God must have taken my worries too seriously because a few days later suddenly one night there was a big hailstorm. I could barely sleep that night worrying about the apples. The hails would either detach the fruits or damage them. Next morning as soon as I woke up I ran to the apple garden along with my dad. We walked around to check on all the trees. The damage was far more than what I had anticipated. There was not a single apple that wasn’t damaged. If we left them in the trees they would eventually rot. We decided to harvest all of them. Mom knew how to make good jelly.
For the rest of the day we filled out bushels with apples and carried them inside the house. The ones that we couldn’t reach from the ground I quickly climbed up the trees and picked them up. Watching me running around busily Milky got really excited and tried to follow me into the garden on four. Mom picked him up ending his adventurous expedition. He screamed and cried in vein. Rushni Apa, Roushon bhai and their parents joined us in the garden as well. It turned out to be something like a festival. For the next few days mom cut the apples, separated the white flesh and boiled them in large pots. The whole place smelled strangely, not something very pleasant. Later she mixed up the broth with sugar and continued to heat it up until emitted the appetising smell of jelly. Later the jelly was poured into containers of all kind and shape. After distributing half of them what remained even that was enough for a year.
A new problem popped up in the beginning of January. A few Bangladeshi officers had escaped from another region. Pakistan government didn’t like that. They took precaution to ensure that the folks who were staying in Quetta did not try anything foolish. Soon all the officers and their families were moved to hotel Jiltan located inside the cantonment which was used to host officers who came for training and the soldiers and their families were taken to Camp Coulie. Each of the officer’s family was assigned a suite. Moving to a small hotel suite leaving behind such a beautiful house and garden made me very sad. The suite had two rooms with a small kitchen and a balcony. We were told that this arrangement was very temporary. Soon the government would move us all to another unspecified place. All together we were a few hundred families. The new place would have to be big enough to hold all of us.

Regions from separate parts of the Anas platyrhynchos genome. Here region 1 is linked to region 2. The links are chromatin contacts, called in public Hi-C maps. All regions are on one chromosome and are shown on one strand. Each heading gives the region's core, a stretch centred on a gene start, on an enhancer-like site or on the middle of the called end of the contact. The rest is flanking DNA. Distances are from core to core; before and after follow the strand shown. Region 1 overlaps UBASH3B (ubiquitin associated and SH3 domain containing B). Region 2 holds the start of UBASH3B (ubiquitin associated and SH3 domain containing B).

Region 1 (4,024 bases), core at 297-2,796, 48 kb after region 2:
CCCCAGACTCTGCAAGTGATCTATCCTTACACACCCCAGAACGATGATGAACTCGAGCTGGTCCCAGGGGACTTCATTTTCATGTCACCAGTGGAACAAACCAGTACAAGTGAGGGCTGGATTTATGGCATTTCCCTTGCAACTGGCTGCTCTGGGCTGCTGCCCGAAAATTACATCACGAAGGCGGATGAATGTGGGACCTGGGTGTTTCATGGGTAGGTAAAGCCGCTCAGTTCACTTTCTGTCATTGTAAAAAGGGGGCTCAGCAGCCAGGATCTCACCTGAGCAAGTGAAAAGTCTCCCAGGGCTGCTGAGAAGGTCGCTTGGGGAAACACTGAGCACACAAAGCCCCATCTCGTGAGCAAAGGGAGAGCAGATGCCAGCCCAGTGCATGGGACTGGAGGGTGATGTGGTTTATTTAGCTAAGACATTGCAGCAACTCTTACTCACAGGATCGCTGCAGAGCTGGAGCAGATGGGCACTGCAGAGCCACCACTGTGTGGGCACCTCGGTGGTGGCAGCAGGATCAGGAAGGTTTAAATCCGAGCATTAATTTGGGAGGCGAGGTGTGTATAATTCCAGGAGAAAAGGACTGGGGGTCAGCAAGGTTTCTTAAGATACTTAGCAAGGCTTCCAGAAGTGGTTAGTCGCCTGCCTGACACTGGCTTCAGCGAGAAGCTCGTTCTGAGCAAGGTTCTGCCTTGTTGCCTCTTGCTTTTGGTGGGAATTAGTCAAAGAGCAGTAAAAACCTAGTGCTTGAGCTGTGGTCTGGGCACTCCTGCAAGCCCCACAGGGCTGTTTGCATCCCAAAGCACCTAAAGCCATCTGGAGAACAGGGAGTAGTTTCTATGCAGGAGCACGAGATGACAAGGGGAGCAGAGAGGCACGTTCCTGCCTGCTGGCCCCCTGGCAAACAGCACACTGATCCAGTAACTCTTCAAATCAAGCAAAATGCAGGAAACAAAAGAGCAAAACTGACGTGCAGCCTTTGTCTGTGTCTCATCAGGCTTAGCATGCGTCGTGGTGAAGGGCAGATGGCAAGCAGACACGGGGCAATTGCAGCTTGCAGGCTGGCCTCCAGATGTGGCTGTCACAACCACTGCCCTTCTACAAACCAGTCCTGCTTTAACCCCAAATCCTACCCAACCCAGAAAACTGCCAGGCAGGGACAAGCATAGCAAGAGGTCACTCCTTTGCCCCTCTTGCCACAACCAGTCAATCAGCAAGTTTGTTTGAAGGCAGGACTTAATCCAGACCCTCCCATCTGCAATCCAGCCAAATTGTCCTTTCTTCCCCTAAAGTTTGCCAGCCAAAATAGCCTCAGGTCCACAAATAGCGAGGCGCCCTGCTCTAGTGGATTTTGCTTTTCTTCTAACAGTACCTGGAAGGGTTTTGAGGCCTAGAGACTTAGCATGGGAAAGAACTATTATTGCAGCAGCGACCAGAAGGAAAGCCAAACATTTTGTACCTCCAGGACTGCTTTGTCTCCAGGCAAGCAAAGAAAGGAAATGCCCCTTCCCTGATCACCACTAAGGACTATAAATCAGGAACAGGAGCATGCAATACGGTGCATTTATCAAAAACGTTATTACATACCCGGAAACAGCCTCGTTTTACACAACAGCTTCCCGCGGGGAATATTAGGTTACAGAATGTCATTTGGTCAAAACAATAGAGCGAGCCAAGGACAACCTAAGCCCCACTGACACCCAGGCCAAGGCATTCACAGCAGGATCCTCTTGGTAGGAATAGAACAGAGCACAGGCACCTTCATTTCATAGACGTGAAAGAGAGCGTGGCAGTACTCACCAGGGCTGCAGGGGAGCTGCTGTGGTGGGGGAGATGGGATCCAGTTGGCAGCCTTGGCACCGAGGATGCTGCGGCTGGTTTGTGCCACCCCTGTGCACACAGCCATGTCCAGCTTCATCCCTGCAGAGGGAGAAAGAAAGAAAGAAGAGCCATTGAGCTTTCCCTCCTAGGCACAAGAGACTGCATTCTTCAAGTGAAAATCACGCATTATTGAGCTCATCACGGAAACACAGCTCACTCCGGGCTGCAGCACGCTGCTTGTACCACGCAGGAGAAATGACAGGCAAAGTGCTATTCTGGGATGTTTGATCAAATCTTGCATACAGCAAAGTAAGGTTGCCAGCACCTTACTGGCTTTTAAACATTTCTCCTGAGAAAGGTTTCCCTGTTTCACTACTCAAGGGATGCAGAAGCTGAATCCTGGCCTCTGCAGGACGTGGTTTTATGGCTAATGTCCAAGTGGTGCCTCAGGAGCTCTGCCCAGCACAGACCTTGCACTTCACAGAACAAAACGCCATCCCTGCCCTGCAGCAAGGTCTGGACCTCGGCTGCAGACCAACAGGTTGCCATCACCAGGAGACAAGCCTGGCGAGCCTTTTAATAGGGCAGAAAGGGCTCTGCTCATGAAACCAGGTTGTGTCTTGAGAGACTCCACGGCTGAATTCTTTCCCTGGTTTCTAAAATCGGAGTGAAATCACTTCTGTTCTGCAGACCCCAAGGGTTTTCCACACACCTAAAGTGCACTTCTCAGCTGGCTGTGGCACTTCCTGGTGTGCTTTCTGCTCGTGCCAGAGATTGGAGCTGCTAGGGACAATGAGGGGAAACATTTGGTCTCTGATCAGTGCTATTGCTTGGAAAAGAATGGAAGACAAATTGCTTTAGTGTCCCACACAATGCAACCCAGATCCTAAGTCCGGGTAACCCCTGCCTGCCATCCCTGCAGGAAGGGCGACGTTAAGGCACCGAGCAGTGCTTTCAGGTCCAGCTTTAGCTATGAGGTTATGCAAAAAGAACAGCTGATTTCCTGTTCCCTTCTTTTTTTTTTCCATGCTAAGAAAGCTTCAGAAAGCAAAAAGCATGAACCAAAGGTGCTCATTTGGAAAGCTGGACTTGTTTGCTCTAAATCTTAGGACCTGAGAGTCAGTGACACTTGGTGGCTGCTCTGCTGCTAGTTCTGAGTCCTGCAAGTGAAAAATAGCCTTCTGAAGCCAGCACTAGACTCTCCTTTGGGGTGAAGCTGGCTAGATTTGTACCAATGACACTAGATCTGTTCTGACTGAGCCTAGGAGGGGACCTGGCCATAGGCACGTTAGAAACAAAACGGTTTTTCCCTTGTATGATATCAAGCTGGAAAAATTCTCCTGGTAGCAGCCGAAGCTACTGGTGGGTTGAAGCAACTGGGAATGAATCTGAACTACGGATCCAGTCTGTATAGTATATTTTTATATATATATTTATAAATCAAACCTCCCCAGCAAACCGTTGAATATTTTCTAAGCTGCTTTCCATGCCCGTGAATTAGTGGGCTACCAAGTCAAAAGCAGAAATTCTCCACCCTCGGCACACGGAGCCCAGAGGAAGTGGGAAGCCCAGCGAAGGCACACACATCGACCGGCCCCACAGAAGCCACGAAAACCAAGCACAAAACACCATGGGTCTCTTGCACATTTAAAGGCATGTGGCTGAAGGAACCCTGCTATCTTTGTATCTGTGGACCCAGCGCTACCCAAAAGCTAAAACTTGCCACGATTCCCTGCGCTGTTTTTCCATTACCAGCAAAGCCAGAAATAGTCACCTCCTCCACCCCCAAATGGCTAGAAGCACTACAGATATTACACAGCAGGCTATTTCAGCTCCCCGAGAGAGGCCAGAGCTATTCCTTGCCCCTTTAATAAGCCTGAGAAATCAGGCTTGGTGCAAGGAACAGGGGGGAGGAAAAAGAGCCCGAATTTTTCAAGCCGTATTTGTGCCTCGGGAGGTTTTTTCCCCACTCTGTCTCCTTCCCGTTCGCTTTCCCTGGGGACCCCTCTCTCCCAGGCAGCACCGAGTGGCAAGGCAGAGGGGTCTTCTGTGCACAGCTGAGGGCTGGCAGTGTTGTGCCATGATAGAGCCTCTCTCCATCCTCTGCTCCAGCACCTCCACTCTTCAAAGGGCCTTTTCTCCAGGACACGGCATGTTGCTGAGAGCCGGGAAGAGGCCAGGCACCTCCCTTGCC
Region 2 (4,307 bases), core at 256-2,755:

Once the initial shock was over we kind of started to like it in the hotel, especially me, after realizing that this allowed me to get together with Bashar, Ratul and Moti again. We were also delighted to find out that there were at least six – seven other kids of our age in the camp. Our lives became exciting again. We packed up and played as long as we wanted. There was no schooling, little studies. Just play, play and play. The adults weren’t having a bad time either, especially the dads. They still had to attend the daily roll call but after that they were free to do whatever they wanted. There was a field in front of the hotel with a volleyball ground at its center. Soon the men teamed up and started to play volleyball in the afternoons. The women gathered on the front balconies to either watch the men and kids play or just to chat with each others. There was definitely some advantage of living in such a close community.
Since coming to West Pakistan I didn’t see such festive mode. We kids also copied the elders and tried to come up with our own sport experimenting with soccer, cricket, and hockey. Unfortunately there weren’t enough space and none of the games stuck. Finally we got creative and collectively came up with the one deadly solution that everybody readily agreed to – the war games. We divided into two groups with Bashar, Ratul, Moti, Ranju, Ovi and I in one team and Tanna, Mishon, Mijan, Aman, Joti and Roni in the other. A few girls tried to join us but were not allowed. They tend to get tired quickly and were prone to start girlish conversations instead of battling it out. Nobody appreciated such childish behaviour in a serious matter like a war. Our rifles were branches, rocks grenades, a light post in front of the hotel became the war bell. The game started with several bangs on the light post – dong, dong, dong…and continued until one of the teams got tired or surrendered.
Every afternoon when men went to play volleyball, we got busy fighting mock battles. Often hours would pass and none of the teams would give up. We rattled rat-a-tat-tat…dashed for shelter…hid behind the trees…dived inside holes on the ground…more rat-a-tat-tat…threw grenades…kaboom! Almost every day we had to be yelled at and forced into our homes, often by the ears. Soon we became skilled soldiers and knew all the hiding places in the hotel premise like the back of our hands. We also introduced battle plans and spent hours plotting strategy to beat our opponent. I was the self proclaimed commander-in-chief in my team while Aman with his heavy set body easily became the chief of the other team. He was the only son of Uncle Syed and Aunt Misha and was slightly older than us. He was quieter and a little weird. Everybody avoided unnecessary encounters with him, fearing that getting into trouble with him couldn’t be anything pleasant.